After COVID-19: Prevent Homelessness Among Survivors of Domestic Abuse


Jul 2, 2020

A woman peeks through a blind in a window, photo by lathuric/Getty Images

Photo by lathuric/Getty Images

With the implementation of stay-at-home orders, victims found themselves trapped in a home with an abuser, leading to more frequent abuse. Now, victims who can leave abusers confront a new crisis: housing.

Los Angeles County is in a particularly vulnerable position battling two issues that could still get worse: a heightened level of homelessness, as the current homeless population jumped by almost 13 percent even before the economic impacts of the health crisis; and coronavirus contagions.

An American Life Panel survey, conducted by RAND, showed that 9 percent of respondents living with a partner reported an increase in physical or verbal abuse since the outbreak of COVID-19. Simultaneously, several major cities reported a drop in domestic violence reports to police during the COVID-19 pandemic, providing evidence that people may have been trapped with an abuser without privacy to call hotlines or create safety plans with advocates.

As states' stay-at-home guidance begins to lift, the National Domestic Violence Hotline is experiencing a spike in calls, which may suggest a stifled demand for protection created by stay-at-home orders.

Continued social distancing restrictions have led to a 50 percent reduction in the capacity of domestic violence shelters. Some shelters have placed survivors temporarily in hotel rooms, but this practice is unsustainable for most shelters that operate with minimal budgets.

Even before COVID-19, housing resources available to victims of domestic violence were insufficient. According to a report by the National Network to End Domestic Violence, on just one day last September, there were 11,336 requests for help that went unmet. Nearly 70 percent of all requests were for a safe place to stay. Without assistance, these survivors—typically women and children—are more likely to be forced into homelessness. Research in New York found that 80 percent of mothers and children experiencing homelessness had previously experienced domestic violence. Other studies found that between 22 percent and 57 percent of homeless women report that domestic violence directly led to their homelessness.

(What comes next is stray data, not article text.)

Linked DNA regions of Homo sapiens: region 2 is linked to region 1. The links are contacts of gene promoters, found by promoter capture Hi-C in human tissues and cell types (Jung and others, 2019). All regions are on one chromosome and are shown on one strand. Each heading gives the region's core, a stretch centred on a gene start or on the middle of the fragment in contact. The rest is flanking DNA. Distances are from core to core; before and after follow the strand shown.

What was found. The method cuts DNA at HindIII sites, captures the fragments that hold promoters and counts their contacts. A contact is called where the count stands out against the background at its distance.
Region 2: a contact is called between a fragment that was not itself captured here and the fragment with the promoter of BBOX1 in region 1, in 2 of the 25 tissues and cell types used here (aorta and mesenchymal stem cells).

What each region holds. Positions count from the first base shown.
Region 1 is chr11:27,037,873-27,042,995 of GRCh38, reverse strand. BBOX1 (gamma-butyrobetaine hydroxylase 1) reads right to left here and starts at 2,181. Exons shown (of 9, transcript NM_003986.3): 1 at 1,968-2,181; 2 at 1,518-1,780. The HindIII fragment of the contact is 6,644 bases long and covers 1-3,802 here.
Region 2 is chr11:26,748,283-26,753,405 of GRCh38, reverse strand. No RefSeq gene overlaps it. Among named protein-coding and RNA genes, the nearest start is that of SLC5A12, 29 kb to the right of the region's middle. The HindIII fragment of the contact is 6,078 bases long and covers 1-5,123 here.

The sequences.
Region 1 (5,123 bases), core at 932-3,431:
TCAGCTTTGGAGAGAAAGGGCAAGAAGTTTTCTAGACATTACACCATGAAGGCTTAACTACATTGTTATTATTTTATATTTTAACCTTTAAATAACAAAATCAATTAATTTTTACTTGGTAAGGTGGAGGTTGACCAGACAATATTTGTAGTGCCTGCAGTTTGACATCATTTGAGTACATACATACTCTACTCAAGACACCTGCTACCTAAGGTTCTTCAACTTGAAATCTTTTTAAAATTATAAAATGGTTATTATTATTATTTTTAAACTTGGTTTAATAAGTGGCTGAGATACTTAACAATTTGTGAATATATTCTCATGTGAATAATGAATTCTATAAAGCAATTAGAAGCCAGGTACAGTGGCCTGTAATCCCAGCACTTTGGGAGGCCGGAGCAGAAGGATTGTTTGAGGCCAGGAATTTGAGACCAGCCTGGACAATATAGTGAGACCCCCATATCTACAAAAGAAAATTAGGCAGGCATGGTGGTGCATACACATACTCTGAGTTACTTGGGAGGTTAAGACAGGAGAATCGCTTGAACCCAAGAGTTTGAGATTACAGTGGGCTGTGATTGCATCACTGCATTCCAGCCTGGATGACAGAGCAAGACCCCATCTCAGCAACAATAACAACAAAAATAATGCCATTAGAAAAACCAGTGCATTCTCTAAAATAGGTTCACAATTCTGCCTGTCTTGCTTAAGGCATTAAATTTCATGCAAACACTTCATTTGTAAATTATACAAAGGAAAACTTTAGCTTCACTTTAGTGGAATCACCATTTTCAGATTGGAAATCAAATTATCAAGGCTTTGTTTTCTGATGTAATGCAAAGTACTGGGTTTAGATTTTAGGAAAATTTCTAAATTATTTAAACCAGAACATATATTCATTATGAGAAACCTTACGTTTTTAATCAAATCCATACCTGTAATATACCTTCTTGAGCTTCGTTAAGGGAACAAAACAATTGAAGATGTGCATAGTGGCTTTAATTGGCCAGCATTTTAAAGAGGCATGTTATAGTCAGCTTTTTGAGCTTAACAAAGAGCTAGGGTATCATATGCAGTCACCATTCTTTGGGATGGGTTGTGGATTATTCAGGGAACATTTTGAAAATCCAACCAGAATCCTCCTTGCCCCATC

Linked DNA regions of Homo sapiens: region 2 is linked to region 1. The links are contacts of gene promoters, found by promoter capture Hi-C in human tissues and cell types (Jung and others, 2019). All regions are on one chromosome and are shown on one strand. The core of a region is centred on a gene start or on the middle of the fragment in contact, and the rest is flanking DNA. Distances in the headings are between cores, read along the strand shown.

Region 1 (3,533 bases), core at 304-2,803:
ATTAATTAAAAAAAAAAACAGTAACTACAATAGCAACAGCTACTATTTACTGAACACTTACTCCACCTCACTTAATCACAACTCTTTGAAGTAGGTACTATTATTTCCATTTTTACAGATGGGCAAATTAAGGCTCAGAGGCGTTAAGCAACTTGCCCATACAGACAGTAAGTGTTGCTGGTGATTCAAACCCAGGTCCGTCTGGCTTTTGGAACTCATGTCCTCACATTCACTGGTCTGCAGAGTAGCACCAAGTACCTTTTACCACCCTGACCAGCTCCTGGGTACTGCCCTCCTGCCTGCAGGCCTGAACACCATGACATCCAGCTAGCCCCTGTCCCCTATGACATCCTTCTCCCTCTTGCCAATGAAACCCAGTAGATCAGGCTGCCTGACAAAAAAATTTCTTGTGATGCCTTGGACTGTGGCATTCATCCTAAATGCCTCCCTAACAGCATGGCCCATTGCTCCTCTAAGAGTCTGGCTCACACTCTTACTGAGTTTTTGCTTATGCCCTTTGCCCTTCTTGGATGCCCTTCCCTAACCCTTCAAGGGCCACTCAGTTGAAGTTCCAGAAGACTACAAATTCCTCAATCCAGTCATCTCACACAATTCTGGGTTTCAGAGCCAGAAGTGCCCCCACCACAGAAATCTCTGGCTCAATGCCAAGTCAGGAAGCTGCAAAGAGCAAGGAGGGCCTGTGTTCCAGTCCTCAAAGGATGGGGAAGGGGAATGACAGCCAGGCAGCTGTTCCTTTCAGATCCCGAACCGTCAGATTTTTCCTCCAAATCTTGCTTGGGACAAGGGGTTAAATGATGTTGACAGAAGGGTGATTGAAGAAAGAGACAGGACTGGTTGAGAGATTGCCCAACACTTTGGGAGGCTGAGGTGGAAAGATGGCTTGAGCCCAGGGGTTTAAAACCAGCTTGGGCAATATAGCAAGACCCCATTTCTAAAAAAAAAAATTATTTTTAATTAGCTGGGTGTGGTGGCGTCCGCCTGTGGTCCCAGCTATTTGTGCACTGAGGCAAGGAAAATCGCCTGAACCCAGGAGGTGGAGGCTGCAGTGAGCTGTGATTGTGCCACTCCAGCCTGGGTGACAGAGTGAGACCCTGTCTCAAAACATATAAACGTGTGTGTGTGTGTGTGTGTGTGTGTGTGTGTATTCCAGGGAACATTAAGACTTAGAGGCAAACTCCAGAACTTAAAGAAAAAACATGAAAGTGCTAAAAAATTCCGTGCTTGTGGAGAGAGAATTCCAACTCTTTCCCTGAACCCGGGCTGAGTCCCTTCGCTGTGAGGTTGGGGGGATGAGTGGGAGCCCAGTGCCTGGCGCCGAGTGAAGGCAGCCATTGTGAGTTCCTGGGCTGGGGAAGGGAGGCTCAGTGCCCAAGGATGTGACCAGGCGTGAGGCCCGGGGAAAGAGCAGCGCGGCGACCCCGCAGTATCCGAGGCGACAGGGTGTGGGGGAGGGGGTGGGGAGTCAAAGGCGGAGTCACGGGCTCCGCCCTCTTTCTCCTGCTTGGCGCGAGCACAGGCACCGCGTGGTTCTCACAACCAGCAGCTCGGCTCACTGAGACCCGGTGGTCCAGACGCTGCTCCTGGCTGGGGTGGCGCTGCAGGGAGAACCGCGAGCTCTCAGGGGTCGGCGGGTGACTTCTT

Between 22 percent and 57 percent of homeless women report that domestic violence directly led to their homelessness.

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Cases of COVID-19 in LA County are currently the highest in the nation, and there is no information suggesting steep declines are anywhere in sight.

As city and county officials grapple with the decision to slow down the reopening of the economy and re-implement stay-at-home orders, current victims of domestic violence may face two less than ideal options: remain at home in abusive conditions or try to find refuge in shelters that may not have room. As reopening continues, it may be more necessary than ever to find support for programs like California's Housing First (PDF). Unlike other assistance programs for survivors of abuse, California's Housing First program provides flexible funds for survivors to use for a range of financial needs including rent, car payments, food, and childcare. Such programs adapt to the needs of survivors in a way that promotes long term housing and financial stability.

If cases of COVID-19 continue to increase, and officials resurrect stay-at-home orders across the state, California officials could consider becoming proactive and creating opportunities for victims of abuse to escape dangerous housing environments. California and other states could learn from tactics used by European countries to identify those at risk of domestic abuse. Several countries implemented “silent and save services” where victims of domestic abuse can go to essential businesses, like pharmacies and supermarkets, and use a code word (“MASK 19”) to signal an urgent request for protection from domestic abusers. Such strategies could provide help to victims systematically and ensure survivors find open and safe housing and mitigate another surge in homelessness.

With the current spike of COVID-19 cases, the pandemic is not a thing of the past. Risk factors of household violence, like economic recessions and joblessness, are still present and so too are the risks of intimate partner violence. Now could be the best time to invest in programs that can help victims get out of unsafe living arrangements and into safe and stable housing before a second wave of COVID-19 cases pushes more families into unsafe environments.

Sierra Smucker is an associate policy researcher, Alicia Locker is an associate physical scientist and Aisha Najera Chesler is a mathematician at the nonprofit, nonpartisan RAND Corporation.